More than 5300 years after he died, scientists have worked out what the world’s most famous ice mummy ate for his last meal.
An Australian scientist was among the team of 41 researchers from around the globe who analysed well-preserved compact pieces of food in the stomach of the mummy known as Otzi, whose frozen remains were found in the Italian Alps in 1991.
Their study found Otzi’s final meal was high in fat, with traces of red deer and ibex – a type of wild goat – in his stomach along with einkorn wheat and a type of toxic fern.
Nearly half his stomach contents were fat, quite possibly from having eaten ibex, which could have been smoked before Otzi ate it, given that charcoal particles were also in his stomach.
Otzi’s high-fat diet could have contributed to him having developed hardened arteries, something that was discovered during a previous study of his remains.
The scientists were initially surprised by the amount of fat in Otzi’s stomach, but say it makes sense given he lived in a cold and high-altitude environment where high-fat foods would have been a valuable source of extra calories to help him survive.
More puzzling though was the presence of toxic bracken, which the scientists suspect Otzi used either to wrap food in to eat or as a herbal medicine to help ease tummy pain possibly caused by parasites in his gut.
Philip Doble, a professor of analytical chemistry at the University of Technology Sydney, was one of the scientists who analysed Otzi’s stomach contents and discovered traces of iron, calcuim, zinc, magnesium and sodium along with manganese and copper.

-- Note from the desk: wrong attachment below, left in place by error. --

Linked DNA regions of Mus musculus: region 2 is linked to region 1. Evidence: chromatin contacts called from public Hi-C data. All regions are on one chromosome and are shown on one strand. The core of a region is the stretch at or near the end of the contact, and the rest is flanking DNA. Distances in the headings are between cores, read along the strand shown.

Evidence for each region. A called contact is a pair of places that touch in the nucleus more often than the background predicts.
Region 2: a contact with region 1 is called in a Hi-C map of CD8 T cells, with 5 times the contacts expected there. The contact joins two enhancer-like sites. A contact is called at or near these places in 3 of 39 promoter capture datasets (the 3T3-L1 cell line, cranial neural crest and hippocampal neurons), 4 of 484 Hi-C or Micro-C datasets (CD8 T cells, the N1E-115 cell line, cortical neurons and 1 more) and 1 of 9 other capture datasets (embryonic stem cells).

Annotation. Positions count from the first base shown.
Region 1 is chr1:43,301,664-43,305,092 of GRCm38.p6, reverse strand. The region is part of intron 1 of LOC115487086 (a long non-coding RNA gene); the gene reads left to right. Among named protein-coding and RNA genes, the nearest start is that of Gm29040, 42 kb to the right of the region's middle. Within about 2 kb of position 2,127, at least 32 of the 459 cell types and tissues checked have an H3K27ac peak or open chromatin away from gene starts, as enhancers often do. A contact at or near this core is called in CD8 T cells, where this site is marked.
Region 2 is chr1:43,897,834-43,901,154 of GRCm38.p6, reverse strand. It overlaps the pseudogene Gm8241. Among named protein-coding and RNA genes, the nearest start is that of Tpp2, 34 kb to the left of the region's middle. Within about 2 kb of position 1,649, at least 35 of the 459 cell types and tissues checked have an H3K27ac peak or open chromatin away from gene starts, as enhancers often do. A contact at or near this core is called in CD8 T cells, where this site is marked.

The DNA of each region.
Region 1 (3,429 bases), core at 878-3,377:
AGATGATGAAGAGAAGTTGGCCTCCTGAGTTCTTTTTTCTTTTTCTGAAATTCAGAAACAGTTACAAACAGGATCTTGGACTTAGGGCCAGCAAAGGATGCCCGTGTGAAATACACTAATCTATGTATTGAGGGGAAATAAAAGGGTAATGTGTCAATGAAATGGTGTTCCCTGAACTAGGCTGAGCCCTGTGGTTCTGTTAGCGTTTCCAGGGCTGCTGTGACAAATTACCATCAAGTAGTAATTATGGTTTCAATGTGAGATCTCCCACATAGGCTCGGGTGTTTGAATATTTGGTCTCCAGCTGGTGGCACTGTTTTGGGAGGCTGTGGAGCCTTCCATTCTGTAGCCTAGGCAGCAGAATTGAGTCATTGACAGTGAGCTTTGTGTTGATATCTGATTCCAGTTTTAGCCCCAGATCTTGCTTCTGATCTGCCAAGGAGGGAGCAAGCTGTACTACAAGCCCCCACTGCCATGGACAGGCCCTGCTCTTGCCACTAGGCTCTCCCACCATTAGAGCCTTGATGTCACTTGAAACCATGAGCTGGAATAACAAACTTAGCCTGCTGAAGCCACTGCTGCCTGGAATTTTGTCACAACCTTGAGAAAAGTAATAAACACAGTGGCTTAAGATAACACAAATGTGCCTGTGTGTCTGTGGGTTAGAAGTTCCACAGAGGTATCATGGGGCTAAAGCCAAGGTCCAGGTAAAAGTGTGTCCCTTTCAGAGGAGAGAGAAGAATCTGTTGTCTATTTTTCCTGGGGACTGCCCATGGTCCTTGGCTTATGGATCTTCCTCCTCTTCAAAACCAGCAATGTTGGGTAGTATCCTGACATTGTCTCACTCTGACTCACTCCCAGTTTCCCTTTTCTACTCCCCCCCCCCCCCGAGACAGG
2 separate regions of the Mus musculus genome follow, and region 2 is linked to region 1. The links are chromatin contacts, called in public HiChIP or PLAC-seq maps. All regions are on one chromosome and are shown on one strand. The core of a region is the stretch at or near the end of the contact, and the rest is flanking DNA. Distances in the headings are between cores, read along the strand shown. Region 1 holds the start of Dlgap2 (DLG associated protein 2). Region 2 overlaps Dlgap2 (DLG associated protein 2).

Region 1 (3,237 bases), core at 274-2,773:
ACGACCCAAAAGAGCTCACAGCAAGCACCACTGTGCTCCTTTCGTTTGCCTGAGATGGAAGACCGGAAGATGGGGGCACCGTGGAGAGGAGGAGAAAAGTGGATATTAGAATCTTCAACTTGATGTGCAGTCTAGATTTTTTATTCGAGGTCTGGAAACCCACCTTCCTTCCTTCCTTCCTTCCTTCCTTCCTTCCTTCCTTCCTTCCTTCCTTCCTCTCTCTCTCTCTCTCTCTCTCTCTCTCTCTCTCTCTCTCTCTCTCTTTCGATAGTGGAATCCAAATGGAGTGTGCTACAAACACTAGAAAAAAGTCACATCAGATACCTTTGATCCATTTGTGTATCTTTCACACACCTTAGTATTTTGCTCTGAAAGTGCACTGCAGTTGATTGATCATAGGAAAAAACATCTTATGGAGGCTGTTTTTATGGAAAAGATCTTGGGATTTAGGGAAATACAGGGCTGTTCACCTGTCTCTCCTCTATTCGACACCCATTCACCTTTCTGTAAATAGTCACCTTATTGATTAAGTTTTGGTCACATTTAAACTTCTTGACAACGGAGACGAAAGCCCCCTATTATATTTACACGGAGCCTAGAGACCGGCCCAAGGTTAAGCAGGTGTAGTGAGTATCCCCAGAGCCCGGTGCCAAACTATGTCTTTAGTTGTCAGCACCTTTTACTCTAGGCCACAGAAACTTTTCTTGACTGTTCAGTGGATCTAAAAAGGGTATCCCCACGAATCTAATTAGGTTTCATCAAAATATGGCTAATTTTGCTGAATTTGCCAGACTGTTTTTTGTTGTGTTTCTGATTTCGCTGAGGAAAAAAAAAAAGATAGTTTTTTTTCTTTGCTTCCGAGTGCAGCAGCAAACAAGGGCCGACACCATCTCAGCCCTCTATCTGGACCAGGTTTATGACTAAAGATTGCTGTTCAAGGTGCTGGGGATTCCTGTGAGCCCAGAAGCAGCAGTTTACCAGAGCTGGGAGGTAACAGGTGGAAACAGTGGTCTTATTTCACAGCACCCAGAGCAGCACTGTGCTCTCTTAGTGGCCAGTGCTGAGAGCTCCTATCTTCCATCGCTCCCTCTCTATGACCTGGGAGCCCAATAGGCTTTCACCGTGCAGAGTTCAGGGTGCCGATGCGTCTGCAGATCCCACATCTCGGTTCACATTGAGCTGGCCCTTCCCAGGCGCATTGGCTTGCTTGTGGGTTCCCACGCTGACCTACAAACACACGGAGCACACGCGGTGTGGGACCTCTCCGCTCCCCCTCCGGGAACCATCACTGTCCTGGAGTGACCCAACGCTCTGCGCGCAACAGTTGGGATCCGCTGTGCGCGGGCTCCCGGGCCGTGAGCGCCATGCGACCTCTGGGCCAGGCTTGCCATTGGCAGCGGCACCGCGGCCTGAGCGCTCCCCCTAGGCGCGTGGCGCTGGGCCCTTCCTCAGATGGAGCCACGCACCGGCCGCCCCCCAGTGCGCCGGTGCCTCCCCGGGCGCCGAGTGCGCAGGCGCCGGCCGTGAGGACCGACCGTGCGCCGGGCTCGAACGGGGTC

One gram of the stomach contents was sent to him in Sydney from the South Tyrol Museum of Archaeology in Italy, where Otzi resides in a frozen state.
Previous tests on Otzi’s remains revealed he was 45 when he was murdered, with an arrowhead having pierced his left shoulder, causing him to bleed to death.
When he died his stomach was full of food, meaning he probably ate shortly after he was attacked or was eating when the arrow hit.
Professor Doble said the study of Otzi’s stomach provides a rare glimpse into the daily diet of people during the Copper Age, a time when humans were transitioning from hunter-gatherers to farmers.
His last meal was well balanced with no evidence of heavy metals, indicating he lived in a pristine environment at at time when Europeans were beginning to extract metals from rock to make tools.
“Perhaps his diet indicates that people were beginning to have more leisure time then,” Professor Doble told AAP.
“Not having to collect your food gives you opportunities to do other things such as learn how to make metals, to build houses, art and culture etc.
“So it has all sorts of implications for the beginnings of civilisation. That’s why it’s so exciting because it gives you a window into the past.”